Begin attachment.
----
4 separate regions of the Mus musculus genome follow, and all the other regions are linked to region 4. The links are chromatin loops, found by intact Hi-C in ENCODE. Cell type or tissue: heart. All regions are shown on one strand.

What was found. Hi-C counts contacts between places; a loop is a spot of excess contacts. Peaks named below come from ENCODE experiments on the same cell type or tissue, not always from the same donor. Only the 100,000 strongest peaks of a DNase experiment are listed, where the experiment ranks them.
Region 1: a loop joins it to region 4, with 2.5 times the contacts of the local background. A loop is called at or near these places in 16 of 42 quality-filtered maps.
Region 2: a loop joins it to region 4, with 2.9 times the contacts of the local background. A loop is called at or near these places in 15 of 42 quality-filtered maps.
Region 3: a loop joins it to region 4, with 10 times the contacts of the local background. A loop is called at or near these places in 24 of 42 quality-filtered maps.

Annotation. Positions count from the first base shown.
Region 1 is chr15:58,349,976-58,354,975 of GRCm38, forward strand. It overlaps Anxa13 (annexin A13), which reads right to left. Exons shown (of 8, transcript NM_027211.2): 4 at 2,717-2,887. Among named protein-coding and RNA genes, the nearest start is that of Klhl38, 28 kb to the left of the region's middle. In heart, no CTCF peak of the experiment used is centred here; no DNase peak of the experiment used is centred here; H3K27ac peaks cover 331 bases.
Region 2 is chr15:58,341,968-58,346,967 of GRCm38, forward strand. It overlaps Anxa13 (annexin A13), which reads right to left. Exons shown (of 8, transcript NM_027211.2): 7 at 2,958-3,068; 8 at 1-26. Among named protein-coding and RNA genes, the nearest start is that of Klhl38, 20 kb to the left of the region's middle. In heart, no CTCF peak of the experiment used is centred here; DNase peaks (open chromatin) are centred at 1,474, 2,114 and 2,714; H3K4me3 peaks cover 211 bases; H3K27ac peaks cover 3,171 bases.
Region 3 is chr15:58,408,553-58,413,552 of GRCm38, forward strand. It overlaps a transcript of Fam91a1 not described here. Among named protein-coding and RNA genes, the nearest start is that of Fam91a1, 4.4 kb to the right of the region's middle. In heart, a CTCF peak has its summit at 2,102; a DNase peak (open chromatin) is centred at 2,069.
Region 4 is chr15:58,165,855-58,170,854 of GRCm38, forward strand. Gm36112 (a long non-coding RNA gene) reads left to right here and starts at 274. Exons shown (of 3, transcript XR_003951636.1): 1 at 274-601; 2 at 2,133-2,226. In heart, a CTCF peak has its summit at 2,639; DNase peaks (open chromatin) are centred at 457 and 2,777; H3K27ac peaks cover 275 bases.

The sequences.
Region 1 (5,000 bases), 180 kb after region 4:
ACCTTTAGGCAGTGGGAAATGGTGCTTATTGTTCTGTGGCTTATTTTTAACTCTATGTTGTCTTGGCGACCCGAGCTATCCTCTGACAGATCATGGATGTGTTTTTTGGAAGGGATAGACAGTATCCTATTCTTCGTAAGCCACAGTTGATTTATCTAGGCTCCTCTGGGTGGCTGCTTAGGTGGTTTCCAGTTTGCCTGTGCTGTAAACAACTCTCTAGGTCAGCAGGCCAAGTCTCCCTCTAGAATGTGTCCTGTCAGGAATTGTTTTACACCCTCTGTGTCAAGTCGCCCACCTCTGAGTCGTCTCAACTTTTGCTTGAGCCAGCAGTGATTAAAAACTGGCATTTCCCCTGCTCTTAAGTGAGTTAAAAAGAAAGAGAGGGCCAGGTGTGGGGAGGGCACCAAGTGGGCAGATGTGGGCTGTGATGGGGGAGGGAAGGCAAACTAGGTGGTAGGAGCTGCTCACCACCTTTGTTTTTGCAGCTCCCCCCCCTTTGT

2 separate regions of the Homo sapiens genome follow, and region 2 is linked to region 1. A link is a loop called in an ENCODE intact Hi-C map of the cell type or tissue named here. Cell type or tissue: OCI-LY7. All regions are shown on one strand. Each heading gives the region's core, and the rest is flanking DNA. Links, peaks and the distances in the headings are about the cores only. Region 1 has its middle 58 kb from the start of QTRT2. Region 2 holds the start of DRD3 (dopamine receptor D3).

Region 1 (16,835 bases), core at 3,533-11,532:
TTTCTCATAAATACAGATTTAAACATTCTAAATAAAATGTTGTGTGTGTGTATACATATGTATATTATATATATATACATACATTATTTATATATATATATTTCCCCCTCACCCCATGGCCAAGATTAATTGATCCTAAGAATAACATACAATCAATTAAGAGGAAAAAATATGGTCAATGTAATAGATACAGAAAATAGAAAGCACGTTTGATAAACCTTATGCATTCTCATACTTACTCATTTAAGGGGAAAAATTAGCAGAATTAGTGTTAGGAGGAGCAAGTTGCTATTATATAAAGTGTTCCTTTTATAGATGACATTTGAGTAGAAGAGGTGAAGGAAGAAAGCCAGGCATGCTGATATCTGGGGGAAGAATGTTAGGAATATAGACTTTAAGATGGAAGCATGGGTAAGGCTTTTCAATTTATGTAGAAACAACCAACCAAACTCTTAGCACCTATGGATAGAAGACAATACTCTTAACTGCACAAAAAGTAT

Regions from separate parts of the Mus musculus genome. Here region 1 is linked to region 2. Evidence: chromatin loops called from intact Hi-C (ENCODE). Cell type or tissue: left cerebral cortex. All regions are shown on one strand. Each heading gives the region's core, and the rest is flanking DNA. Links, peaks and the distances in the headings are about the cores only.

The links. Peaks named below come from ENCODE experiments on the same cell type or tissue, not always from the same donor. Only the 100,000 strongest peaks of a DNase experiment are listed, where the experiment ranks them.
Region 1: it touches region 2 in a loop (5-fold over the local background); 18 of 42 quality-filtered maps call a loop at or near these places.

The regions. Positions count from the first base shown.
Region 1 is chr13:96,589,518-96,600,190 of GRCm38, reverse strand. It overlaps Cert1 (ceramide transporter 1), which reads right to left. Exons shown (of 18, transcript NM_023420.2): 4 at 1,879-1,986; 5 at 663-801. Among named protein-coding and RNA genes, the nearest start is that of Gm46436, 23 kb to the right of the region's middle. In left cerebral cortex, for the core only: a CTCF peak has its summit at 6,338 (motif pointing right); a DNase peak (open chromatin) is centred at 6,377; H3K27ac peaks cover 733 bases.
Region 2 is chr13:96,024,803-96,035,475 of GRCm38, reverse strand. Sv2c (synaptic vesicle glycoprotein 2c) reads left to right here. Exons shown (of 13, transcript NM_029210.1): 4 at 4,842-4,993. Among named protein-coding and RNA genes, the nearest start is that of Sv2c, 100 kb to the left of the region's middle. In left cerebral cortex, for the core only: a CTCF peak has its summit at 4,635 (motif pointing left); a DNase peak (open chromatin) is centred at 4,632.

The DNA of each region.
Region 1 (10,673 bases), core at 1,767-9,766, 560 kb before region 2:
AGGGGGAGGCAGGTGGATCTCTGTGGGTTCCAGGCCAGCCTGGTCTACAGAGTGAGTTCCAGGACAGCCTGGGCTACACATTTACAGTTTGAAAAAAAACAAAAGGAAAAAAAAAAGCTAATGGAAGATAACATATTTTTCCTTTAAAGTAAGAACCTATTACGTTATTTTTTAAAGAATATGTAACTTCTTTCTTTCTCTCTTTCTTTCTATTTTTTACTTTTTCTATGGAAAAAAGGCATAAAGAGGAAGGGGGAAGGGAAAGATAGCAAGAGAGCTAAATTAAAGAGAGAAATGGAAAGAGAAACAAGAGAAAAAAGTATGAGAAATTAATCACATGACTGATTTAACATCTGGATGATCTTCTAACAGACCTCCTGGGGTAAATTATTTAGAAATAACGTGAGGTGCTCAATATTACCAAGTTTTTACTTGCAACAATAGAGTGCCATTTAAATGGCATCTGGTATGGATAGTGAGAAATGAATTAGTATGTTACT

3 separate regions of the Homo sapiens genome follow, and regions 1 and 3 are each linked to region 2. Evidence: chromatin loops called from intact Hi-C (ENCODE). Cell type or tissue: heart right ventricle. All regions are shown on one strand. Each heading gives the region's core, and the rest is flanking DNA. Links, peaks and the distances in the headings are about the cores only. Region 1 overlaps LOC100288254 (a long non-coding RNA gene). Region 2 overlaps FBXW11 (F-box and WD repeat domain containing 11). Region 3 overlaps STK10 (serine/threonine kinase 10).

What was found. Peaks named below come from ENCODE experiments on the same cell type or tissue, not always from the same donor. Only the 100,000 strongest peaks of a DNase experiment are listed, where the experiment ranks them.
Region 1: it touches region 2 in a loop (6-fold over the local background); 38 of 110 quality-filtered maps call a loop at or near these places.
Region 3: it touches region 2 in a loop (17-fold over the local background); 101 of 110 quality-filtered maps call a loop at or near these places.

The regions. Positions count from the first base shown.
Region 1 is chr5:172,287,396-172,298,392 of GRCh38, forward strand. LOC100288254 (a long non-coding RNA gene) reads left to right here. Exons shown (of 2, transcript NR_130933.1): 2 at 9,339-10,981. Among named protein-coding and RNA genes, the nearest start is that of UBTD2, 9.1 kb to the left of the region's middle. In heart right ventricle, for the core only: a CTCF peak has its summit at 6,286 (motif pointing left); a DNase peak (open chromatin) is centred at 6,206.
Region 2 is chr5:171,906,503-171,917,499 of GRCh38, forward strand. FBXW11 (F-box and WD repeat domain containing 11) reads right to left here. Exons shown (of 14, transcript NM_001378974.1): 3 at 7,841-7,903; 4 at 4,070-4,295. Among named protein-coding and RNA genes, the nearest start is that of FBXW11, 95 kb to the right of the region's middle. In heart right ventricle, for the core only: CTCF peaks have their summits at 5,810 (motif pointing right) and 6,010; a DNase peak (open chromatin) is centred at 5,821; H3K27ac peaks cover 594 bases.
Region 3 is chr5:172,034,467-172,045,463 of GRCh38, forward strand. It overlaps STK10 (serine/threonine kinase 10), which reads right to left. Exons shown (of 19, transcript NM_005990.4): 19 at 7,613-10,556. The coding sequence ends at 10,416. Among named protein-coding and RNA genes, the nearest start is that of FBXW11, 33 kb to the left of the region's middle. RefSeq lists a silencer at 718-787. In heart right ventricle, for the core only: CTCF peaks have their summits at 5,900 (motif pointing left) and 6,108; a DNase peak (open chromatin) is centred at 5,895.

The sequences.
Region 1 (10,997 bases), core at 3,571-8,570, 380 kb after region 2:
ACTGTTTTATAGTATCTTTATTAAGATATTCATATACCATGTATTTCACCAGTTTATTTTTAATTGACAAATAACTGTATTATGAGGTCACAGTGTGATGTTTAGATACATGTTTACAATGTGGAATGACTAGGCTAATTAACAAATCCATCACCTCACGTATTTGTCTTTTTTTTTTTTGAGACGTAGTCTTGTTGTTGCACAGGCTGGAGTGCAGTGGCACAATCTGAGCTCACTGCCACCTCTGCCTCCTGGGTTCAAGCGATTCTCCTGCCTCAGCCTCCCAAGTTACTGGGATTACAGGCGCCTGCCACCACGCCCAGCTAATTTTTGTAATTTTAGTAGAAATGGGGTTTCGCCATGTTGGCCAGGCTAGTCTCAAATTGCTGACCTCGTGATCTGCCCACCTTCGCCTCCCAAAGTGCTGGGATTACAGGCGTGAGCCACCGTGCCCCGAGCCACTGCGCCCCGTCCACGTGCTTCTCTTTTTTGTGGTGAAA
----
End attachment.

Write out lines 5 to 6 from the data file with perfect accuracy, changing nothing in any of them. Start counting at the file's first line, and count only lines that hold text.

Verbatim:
Region 3: a loop joins it to region 4, with 10 times the contacts of the local background. A loop is called at or near these places in 24 of 42 quality-filtered maps.

Annotation. Positions count from the first base shown.